Number of Car Accident Deaths in Missouri Rises Due to Winter Weather
Posted on January 8th, 2014 by Zane Cagle
A fatal crash on Interstate 44 occurred Monday that is blamed on the icy roadways. At 10:40 a.m. a car apparently slid on ice and collided with a tractor-trailer. The victim was identified today as a 20-year St. Louis woman. According to reports, she lost control of her car and was hit by a semi and her car was forced into the guardrail. The snowstorm that dumped many inches of snow on St. Louis resulted in several accidents across Missouri, but the only fatality on Monday morning was on I-44. According to reports, the young woman had waited to drive until Monday because of the roadways.
The Missouri State Highway Patrol said that many motorists appeared to follow advice to stay home or to drive more slowly and more cautiously if they did try to hit the roadway. Many were able to avoid the roadways and unfortunately, many drivers still had to make driving trips. While over three dozen wrecks were worked by the Missouri Highway Patrol on Monday, the tragic death of the young woman appears to be the one fatality. Patrol Capt. Tim Hull says most of the three-dozen wrecks involved vehicles sliding off the road.
A car crash fatality in Montgomery City, Missouri occurred on December 28, 2013 when a crash occurred after a car struck a patch of ice, went off the side of the road, overturned several times and came to a rest on its left side at the bottom of an embankment. The 32-year old mother and 5 year old boy were taken to Columbia Hospital and the five year old boy later died.
Snow & “Black Ice” Make Travel Difficult
Snow and ice not only make travel inconvenient and difficult but can be very dangerous. As road crews work to clear our highways and streets, you still have to be very wary of “black ice”. “Black ice” sometimes called clear ice, refers to a thin coating of glazed ice on a surface. While not truly black, it is almost transparent and allows for the black asphalt roadway or surface to be seen through it, hence the name “black ice”. This type of ice is practically invisible to drivers on roadways and is particularly dangerous as it can cause skidding due to loss of traction whether on a roadway or sidewalk. While the exact cause of the two fatalities is not clearly known, it was stated that both were weather related auto accidents. It was not stated whether “black ice” was the cause of simply ice/snow in general. Of the three dozen or more wrecks in the St. Louis area, we are fortunate that more people were not killed, however, the loss of one life in an auto accident or truck accident is tragic. The weather forecast promises warmer temperatures and a weekend of 50 degrees! Many of the side streets and some highways are still snow covered. Interstates still have patches of snow, ice and black ice, so driving into the weekend should still be cautious. As roads begin to melt, some of the packed snow and ice can still remain as a great deal of snow fell and has to be removed. Drive slowly and be on the lookout for snow and ice on roadways.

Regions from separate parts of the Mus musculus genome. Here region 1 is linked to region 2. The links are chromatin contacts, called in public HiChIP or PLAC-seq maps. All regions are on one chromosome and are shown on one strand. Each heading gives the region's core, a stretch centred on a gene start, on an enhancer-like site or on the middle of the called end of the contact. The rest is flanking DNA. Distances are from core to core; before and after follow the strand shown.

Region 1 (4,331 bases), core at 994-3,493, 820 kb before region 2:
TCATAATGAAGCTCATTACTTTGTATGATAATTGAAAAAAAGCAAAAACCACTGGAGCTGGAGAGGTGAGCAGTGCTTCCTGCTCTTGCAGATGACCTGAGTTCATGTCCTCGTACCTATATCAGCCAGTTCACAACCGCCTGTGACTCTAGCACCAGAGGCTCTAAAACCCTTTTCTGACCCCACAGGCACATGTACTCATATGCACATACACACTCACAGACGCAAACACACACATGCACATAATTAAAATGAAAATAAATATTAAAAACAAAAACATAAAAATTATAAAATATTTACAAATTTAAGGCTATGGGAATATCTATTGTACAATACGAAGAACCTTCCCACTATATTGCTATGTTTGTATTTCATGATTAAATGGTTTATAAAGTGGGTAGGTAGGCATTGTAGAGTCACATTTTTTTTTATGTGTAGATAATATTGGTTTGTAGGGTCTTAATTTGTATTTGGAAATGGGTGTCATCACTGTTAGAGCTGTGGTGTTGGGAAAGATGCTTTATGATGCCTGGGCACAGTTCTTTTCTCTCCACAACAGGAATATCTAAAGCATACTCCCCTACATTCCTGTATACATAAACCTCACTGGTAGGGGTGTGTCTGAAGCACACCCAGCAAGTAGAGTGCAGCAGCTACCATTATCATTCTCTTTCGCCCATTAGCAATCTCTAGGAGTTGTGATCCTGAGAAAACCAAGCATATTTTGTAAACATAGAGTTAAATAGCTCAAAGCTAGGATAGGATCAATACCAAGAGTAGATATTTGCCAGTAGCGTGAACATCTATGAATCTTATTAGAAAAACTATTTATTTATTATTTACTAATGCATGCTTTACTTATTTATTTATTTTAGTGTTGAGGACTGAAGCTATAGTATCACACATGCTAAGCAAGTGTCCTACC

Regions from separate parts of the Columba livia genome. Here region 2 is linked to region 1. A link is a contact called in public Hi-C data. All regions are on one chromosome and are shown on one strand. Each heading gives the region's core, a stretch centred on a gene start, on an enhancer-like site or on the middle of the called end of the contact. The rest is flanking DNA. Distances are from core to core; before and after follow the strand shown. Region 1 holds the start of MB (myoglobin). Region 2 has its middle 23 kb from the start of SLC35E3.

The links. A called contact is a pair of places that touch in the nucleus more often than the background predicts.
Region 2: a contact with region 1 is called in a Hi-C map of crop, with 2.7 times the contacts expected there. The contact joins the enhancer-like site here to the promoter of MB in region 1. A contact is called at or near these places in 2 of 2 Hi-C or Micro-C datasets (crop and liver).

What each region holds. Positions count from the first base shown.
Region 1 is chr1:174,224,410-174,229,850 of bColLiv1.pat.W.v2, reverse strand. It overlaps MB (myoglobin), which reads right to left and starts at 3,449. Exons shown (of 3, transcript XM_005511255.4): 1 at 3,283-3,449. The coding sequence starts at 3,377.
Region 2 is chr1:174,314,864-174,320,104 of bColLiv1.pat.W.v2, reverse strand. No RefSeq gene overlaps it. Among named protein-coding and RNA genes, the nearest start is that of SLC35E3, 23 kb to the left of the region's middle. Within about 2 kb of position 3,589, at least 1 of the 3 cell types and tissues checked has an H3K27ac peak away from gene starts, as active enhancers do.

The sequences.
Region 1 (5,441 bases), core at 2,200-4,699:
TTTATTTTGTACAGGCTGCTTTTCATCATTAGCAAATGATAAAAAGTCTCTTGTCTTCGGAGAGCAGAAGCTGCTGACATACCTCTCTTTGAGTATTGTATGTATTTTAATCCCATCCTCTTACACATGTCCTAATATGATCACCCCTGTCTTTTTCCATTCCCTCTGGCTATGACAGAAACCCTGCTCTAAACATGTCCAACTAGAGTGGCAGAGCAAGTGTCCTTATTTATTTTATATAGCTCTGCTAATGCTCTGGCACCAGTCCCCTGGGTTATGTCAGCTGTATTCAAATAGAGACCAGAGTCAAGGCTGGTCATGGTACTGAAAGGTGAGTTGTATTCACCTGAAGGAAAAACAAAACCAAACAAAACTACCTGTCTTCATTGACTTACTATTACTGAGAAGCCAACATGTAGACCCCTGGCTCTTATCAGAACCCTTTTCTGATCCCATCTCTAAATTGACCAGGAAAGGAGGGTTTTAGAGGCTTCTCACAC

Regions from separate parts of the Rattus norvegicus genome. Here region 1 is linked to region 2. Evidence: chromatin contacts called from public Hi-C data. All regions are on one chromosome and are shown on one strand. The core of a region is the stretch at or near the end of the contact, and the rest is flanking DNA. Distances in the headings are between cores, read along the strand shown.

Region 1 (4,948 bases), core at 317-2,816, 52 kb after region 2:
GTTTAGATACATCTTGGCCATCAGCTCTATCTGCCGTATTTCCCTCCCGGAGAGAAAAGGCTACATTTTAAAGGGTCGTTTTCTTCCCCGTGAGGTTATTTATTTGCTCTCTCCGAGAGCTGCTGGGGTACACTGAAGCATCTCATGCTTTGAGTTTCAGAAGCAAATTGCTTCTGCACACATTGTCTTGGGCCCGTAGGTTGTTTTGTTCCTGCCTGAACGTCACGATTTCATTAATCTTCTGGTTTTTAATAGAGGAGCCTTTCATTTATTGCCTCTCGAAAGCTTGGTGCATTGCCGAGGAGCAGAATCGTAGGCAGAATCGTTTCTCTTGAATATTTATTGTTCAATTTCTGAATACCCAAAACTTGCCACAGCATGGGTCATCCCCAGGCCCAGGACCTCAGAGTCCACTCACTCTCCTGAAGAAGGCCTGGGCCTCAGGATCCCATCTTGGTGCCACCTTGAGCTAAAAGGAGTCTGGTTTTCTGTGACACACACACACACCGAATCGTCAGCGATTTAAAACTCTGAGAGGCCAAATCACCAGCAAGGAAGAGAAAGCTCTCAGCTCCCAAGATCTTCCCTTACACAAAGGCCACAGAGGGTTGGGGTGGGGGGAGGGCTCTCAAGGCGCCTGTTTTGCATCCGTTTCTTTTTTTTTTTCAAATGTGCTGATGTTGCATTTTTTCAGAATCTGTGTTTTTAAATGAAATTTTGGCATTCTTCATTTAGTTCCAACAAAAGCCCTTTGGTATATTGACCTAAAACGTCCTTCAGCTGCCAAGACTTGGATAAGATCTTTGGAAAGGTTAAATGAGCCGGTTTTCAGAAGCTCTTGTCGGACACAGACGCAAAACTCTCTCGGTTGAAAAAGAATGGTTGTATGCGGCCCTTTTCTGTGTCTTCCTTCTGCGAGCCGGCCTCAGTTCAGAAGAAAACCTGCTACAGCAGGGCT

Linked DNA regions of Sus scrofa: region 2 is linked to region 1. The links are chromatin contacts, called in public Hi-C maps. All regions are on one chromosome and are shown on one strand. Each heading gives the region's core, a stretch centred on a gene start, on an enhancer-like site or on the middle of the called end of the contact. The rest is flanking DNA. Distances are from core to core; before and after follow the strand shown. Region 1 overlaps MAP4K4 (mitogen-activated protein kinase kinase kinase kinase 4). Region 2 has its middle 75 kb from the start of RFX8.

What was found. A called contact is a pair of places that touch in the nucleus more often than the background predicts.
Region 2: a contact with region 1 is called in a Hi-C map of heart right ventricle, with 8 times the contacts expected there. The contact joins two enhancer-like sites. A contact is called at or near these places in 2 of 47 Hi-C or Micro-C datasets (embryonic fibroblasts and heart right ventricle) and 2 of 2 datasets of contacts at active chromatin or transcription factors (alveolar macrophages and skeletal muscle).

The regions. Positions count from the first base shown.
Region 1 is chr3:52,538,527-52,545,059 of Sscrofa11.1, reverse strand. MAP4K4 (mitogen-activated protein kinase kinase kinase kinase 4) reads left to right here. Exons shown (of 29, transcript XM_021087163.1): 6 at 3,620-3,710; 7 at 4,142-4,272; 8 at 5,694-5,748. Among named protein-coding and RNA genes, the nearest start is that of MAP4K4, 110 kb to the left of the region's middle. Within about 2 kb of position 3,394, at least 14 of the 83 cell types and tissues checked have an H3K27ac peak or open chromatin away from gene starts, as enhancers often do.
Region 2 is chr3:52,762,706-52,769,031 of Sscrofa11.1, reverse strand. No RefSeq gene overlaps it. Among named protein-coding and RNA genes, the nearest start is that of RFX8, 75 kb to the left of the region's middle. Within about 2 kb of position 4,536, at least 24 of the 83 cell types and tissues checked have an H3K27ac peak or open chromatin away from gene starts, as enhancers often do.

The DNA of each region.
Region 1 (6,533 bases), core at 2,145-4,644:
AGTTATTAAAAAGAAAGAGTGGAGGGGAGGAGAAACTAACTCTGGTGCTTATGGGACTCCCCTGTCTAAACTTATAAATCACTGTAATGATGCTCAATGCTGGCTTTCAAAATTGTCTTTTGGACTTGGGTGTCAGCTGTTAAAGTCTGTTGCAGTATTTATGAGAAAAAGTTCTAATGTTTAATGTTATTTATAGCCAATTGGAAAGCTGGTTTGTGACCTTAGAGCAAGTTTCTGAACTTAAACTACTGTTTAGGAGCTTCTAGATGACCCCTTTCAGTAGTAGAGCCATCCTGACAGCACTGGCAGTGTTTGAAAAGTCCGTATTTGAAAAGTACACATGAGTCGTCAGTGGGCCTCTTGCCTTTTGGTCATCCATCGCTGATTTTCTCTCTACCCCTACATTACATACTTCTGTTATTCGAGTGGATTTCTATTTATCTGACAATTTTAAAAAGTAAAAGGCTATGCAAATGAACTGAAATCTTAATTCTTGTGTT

If Injured in a Car Accident, Do I Need an Attorney?
If you have been in a car accident or truck accident that resulted in injuries, you may need legal representation. If you or a loved one was seriously injured, consulting a personal injury attorney early after your accident can give you the peace of mind of having a professional look after your best interests. At The Cagle Law Firm, our attorneys understand that an auto accident can be life changing. Concentrating on returning to good health can occupy most of your time and during that time, you may have had to miss work, accumulated many medical bills and require much rehabilitation. These factors cause physical and emotional stress as well as financial hardship. Our firm represents clients who have been seriously injured in accidents. If you are unsure if you need an attorney or whether or not you have a personal injury or wrongful death claim in Missouri or Illinois, consultations are always free at (314) 276-1681 or locally, (314) 276-1681